New reality, new lessons

Learning from home is causing students to be stressed out.

Justin Butler, a computer science student at Memorial University, is studying hard for his midterms. Kyle Curtis/Kicker
Justin Butler is a computer science student at Memorial University. The COVID-19 pandemic has meant most post-secondary students are learning from home. Kyle Curtis/Kicker

Kyle Curtis
Kicker News

Students are now six weeks into their first full semester of online schooling. And while college and university classes are always stressful, homeschooling has taken that to a new level. 

When the COVID-19 pandemic hit Newfoundland back in March, the college and university were forced to shut down their campuses. As a result, students had no choice but to continue their education from home.

Not being on campus has caused problems for students. 

“I just hang out with some friends whenever I can get together with them. I also have been playing video games and stuff just to take my mind away from everything.” 

Memorial University has over 18,000 students each semester. At College of the North Atlantic’s main campus in St. John’s, it has an approximately 1,700 students every year.

On Sept. 9, all public school students went back to the classroom, however, most college and university students continued to do their courses online.

Justin Butler is in his second year of the computer science program at Memorial University in St. John’s. He finds taking classes online much more stressful than it would be if they were in a classroom setting.

“It’s more stressful because professors just post everything online and just leave it for you to do yourself,” said Butler. “You’re not just trying to do work and assignments, you also need to teach yourself.”

No one from Memorial University was available to comment as of deadline. 

Ted Power, a guidance counsellor at College of the North Atlantic in the capital city, says students need to find a way to cope with the stress. One way to do this is by practicing time management. 

“Time management when you are mindful of it, can help in a big way,” said Power. “You got to say to yourself ‘OK, I’m going to study for an hour then I am going to take a break.’”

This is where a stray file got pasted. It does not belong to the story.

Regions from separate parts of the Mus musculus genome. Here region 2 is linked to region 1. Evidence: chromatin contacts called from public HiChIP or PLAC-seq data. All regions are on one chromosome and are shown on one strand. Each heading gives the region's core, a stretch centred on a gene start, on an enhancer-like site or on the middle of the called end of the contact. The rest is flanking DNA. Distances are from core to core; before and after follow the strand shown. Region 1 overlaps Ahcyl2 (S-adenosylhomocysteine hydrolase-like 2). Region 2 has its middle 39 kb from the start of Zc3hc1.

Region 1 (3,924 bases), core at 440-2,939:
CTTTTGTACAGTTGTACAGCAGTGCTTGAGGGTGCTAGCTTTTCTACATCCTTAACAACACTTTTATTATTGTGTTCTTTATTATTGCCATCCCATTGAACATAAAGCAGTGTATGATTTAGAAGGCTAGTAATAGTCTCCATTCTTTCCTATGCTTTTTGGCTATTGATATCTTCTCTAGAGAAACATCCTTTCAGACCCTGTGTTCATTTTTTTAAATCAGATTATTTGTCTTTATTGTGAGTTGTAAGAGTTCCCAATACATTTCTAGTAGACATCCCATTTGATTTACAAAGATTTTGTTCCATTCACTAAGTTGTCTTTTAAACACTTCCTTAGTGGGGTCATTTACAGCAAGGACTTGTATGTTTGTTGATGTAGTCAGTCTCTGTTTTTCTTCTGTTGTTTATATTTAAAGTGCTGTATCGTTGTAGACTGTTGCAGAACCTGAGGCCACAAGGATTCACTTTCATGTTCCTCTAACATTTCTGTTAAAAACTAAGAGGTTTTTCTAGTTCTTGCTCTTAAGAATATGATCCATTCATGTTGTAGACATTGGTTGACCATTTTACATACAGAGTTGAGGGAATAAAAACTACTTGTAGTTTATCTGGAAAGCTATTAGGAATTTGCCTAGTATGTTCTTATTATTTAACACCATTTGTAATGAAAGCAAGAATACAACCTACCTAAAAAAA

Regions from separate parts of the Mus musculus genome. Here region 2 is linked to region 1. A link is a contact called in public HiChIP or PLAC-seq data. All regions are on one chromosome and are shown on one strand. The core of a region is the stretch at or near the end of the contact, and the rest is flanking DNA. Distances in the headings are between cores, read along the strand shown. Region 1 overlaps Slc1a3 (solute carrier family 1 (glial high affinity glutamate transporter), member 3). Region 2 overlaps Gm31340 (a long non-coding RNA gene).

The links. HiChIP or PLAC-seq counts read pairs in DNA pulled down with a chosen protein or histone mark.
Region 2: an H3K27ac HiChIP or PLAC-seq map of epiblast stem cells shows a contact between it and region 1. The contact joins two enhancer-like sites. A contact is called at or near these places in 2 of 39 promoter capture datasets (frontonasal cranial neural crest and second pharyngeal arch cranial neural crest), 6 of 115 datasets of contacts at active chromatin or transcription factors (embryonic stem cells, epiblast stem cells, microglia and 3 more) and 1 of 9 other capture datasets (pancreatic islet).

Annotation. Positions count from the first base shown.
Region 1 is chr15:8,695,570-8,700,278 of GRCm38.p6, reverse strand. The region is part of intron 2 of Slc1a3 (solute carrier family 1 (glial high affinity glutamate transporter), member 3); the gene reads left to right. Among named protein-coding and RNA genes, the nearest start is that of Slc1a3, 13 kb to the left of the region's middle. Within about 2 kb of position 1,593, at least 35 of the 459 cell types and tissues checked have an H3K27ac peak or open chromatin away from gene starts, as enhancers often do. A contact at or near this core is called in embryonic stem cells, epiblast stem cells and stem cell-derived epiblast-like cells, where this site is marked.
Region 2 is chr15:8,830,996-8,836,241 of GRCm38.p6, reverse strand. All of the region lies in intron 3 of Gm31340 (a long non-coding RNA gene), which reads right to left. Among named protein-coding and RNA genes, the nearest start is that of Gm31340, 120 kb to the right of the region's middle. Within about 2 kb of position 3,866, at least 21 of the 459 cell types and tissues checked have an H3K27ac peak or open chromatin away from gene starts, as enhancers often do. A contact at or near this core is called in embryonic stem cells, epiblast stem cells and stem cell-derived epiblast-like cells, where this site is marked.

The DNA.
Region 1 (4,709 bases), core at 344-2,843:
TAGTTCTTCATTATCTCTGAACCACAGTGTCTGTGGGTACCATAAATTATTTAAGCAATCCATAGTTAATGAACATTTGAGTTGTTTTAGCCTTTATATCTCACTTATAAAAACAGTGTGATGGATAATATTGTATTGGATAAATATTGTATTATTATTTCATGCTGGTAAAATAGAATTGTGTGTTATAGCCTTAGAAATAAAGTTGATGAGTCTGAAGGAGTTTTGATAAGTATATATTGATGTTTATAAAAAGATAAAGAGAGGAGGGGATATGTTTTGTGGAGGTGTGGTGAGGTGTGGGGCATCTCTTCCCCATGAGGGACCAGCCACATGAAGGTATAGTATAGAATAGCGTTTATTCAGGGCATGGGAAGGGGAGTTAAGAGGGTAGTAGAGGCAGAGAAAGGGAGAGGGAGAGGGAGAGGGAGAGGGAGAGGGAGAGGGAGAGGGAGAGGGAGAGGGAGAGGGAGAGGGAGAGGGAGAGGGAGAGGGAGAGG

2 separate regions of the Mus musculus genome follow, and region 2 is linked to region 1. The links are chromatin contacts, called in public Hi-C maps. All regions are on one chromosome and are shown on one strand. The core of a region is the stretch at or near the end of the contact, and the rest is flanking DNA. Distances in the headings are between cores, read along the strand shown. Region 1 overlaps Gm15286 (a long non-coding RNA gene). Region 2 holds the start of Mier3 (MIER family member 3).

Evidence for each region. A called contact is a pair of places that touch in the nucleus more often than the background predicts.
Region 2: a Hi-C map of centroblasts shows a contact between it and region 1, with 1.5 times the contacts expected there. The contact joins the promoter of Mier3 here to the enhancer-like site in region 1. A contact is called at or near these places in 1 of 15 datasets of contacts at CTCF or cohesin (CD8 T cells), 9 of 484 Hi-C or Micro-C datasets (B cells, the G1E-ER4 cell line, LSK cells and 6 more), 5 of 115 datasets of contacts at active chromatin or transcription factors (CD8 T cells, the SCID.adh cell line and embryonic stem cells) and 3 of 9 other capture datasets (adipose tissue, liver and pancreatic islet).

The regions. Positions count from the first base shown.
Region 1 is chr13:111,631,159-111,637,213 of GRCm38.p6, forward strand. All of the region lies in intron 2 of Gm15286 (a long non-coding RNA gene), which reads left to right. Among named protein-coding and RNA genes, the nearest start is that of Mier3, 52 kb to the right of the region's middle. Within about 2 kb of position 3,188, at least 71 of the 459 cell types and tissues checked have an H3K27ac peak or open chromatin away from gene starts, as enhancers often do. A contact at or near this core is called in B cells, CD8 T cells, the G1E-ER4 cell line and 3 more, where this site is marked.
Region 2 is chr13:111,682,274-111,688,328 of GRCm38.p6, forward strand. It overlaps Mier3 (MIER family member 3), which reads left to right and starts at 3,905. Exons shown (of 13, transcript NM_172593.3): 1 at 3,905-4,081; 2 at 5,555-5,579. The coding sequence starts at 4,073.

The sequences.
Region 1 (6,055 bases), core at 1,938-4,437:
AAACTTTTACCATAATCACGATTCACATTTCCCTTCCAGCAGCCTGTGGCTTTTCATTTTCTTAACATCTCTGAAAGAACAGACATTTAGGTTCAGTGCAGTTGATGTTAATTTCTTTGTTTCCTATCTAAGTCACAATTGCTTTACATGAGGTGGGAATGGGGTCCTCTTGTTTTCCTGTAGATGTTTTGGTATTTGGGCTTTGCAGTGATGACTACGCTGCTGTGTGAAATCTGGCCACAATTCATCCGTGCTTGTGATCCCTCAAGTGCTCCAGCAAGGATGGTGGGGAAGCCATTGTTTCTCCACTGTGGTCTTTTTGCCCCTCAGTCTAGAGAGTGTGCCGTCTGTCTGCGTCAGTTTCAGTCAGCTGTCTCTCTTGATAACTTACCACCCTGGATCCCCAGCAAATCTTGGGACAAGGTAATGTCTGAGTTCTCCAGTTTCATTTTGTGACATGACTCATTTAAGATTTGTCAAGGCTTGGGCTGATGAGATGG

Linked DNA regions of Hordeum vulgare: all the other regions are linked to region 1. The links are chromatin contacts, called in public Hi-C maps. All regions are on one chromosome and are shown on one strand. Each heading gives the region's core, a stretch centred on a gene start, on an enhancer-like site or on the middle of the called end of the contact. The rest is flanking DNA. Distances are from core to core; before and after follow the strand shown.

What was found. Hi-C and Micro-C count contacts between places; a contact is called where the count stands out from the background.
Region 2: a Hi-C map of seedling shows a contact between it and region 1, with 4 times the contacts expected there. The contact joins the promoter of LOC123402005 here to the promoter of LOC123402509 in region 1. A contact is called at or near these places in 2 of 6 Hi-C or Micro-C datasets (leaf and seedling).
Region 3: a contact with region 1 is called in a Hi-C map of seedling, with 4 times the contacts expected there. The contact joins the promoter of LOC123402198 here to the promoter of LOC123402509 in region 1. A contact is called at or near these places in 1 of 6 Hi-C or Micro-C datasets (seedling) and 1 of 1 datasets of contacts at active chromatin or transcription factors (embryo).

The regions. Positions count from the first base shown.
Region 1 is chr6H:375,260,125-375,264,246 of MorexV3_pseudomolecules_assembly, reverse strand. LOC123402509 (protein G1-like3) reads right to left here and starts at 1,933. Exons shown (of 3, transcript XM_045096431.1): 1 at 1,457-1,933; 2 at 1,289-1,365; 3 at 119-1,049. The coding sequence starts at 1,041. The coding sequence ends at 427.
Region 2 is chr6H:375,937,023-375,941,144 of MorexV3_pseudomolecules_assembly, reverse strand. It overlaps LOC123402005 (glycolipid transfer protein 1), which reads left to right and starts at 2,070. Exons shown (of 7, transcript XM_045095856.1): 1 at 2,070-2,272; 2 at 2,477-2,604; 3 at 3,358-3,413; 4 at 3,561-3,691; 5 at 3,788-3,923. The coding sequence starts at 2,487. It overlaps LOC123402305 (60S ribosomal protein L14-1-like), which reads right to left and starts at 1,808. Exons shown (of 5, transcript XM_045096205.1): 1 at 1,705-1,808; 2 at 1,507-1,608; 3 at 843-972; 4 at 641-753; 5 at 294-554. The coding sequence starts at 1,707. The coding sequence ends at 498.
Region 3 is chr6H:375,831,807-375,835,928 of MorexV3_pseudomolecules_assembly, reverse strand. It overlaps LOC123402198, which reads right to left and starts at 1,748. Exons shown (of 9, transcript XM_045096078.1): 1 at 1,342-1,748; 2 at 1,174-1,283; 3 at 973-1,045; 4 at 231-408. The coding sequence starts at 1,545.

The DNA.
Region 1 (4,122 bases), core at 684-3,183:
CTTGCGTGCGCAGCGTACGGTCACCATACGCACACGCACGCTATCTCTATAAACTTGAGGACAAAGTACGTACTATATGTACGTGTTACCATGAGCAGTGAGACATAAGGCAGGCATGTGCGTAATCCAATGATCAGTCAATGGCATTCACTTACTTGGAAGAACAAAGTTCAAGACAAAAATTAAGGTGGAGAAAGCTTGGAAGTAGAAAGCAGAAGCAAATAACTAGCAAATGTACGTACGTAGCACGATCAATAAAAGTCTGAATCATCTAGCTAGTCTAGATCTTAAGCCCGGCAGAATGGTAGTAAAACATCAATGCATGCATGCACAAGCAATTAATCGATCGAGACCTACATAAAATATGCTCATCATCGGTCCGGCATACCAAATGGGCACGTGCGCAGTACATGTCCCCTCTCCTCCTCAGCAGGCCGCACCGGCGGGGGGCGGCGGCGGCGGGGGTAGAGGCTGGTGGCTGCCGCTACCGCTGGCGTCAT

He also believes that getting out of the house can help deal with stress.

“Make sure to remove yourself from that space, get up and go do something, don’t just sit down at the same computer and check your emails or the news on your breaks. Get up, go outside and get active because that can be very healthy for us,” said Power.

Butler says some professors aren’t being as helpful during this trying time when students need them the most. He says if they made themselves more available it would make online learning much easier.

“A [thought] that most everyone I speak with is sharing is just the feeling of isolation and struggle, more so struggle.” 

Finding things to do, says Butler, outside of online learning environment takes the mind off the workload.

“I just hang out with some friends whenever I can get together with them. I also have been playing video games and stuff just to take my mind away from everything,” said Butler.

Butler worries he is not going to retain the knowledge of this semester. He feels like he’s teaching the content to himself and not learning it from his instructors. 

A lot of students, says Power, are coming to him with similar issues.

“A [thought] that most everyone I speak with is sharing is just the feeling of isolation and struggle, more so struggle,” Power said. “The struggle with the online platform and communicating via email.”

Not seeing his classmates every day, says Butler, is one of the hardest things to deal with.

“The most stressful thing for me is submitting assignments because you are just doing the work and hoping the way you interpret something is the right way rather than bouncing your idea off a friend,” said Butler.

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